Now with blocking, you don't want to overcompensate and get too detailed with it. You want to describe enough. It should be clear when particularly important, but not overbearing.

Mistake #4

Using the same "set piece" in multiple scenes and describing it in detail every time.

This one is tricky to explain, because it really depends on how its handled. I did this big fat blog post to explain how to render reoccurring descriptions and details so that they don't become stagnant and boring, so you can describe a set piece multiple times, but almost always, in order to be successful at that, you need to follow those techniques I explained in the post: expand, deepen, or create motion.

On the other hand, you can use the same details every time to "tag" or "anchor" the subject in the reader's mind, so doing that isn't necessarily a wrong thing either.

What is a problem is when you don't understand those things and you re-describe the entire set in detail every time a scene takes place there. A lot of stories have scenes in bars, pubs, clubs, or "inns." Imagine having multiple scenes take place there and every time you start a scene there, you take several paragraphs to describe the place in detail, again.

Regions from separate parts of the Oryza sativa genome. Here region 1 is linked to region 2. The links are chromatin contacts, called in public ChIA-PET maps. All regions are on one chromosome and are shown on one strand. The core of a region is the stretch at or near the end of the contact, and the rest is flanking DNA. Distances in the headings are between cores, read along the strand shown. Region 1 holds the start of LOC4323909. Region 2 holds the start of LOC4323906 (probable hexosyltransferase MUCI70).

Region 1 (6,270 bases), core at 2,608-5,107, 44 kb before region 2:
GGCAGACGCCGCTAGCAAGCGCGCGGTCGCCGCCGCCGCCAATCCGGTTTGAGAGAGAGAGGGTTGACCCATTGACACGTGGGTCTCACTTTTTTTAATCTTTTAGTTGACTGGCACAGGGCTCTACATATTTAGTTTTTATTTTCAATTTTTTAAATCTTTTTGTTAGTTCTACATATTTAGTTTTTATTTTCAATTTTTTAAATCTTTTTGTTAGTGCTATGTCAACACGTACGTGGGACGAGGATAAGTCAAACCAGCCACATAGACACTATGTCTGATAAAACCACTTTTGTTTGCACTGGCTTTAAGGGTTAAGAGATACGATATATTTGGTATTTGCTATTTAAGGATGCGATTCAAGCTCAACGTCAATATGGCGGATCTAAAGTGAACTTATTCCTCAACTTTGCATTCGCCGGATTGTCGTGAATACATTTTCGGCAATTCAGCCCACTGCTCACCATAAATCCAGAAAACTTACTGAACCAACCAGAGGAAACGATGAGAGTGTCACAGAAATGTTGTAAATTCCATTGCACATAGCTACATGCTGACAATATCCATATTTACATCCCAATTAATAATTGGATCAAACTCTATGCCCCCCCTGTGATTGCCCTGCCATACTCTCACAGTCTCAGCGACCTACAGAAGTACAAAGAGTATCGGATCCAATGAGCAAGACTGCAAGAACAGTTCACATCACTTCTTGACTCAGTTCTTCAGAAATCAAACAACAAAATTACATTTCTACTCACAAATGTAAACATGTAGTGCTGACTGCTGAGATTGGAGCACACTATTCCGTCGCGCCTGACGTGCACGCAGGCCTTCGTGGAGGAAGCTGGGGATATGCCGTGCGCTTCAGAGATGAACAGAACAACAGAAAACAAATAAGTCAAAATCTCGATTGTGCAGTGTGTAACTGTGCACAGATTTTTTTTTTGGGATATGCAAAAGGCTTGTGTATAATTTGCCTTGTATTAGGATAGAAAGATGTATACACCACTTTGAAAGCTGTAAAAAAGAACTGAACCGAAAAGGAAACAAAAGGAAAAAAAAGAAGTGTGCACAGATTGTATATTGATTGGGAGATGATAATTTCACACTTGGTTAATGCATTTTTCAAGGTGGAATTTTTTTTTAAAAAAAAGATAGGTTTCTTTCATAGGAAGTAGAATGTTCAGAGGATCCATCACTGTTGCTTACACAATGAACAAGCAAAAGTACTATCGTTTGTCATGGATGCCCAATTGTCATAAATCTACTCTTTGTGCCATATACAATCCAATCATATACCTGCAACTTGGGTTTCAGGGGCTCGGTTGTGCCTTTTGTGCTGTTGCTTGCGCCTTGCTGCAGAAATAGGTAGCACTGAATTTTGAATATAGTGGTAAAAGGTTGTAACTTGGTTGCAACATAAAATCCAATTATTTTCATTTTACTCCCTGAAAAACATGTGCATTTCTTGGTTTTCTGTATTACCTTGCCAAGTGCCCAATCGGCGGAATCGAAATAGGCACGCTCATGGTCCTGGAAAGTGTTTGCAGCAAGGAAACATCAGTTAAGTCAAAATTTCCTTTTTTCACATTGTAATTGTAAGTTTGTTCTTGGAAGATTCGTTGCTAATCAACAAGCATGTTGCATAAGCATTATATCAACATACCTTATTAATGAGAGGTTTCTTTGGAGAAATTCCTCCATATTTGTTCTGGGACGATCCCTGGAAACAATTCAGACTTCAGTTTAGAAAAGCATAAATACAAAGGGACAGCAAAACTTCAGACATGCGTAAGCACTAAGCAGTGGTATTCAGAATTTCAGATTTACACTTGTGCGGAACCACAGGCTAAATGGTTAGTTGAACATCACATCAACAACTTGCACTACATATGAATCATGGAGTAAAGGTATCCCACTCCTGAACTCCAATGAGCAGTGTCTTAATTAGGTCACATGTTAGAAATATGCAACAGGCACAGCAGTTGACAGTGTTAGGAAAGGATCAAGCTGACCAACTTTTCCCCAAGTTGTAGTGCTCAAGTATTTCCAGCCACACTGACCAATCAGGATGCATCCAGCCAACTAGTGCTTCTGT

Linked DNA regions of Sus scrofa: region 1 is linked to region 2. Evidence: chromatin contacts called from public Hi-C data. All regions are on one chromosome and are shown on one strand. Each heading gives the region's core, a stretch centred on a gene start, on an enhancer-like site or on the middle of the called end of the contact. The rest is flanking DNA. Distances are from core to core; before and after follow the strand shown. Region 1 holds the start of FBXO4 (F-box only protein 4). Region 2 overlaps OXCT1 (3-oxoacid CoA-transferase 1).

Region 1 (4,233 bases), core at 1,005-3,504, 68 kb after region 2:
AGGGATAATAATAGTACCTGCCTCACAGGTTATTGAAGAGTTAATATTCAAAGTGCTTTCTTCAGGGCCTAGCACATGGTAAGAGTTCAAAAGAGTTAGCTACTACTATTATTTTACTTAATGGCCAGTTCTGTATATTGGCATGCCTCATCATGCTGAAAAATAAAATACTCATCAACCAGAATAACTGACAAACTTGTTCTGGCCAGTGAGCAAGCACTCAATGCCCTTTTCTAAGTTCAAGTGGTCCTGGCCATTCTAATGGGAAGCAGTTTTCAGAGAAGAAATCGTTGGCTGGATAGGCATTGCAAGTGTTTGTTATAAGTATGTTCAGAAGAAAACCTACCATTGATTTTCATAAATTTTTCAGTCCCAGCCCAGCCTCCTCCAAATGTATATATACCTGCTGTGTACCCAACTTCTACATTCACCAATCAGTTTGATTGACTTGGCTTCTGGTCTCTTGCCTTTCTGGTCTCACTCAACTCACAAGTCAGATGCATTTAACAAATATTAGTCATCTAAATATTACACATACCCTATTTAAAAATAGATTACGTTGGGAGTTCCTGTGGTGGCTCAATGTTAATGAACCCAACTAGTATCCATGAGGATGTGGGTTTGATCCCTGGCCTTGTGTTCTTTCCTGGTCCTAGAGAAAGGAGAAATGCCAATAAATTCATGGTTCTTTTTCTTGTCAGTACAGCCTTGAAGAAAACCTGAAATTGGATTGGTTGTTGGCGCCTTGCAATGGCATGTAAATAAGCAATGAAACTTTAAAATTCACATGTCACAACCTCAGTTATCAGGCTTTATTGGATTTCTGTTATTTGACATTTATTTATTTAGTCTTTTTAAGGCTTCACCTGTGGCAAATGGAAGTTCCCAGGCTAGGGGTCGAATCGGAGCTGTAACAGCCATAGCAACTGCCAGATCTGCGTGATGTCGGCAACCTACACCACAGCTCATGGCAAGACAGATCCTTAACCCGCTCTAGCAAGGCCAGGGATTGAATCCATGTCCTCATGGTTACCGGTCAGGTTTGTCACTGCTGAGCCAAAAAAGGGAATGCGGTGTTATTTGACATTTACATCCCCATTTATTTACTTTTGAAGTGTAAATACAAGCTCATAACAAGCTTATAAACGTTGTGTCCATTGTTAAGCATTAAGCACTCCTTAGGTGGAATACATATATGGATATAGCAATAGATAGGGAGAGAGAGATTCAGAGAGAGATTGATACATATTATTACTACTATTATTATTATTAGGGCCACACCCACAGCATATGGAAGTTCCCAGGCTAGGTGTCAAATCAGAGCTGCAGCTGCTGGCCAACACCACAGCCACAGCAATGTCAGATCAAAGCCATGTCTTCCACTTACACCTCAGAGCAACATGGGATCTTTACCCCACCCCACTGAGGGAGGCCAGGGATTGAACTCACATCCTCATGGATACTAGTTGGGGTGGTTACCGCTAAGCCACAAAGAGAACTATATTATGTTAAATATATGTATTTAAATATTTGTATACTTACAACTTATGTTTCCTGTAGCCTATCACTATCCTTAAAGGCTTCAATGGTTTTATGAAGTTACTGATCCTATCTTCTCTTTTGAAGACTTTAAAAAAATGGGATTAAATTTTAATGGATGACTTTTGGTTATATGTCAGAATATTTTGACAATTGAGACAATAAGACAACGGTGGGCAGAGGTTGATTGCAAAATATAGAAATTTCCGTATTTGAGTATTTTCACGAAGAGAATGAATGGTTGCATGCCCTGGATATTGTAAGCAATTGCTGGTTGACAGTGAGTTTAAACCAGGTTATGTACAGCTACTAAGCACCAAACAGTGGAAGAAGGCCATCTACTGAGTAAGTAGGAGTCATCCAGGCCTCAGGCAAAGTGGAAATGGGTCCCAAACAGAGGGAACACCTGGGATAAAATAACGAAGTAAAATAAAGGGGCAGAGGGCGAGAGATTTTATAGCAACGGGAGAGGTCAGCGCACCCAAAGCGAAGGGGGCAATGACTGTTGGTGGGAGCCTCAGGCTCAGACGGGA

It gets boring right?

If it's the first time that set piece is on the page, and it's somewhat important, you can maybe take a few paragraphs to describe it (alternatively, you can weave it into the actual scene, and which you choose may depend on pacing needs), but every time after that, you just need to hit a few details--"tags" or "anchors," something that's in motion, something new, or a specific aspect in more detail. You don't need to go through and re-describe it as if the audience has never seen it before.

If you are going to spend a couple of paragraphs describing something we've already seen, it needs to be different in some way--at least in the way the character sees and perceives it.

Mistake #5

No interactions with setting.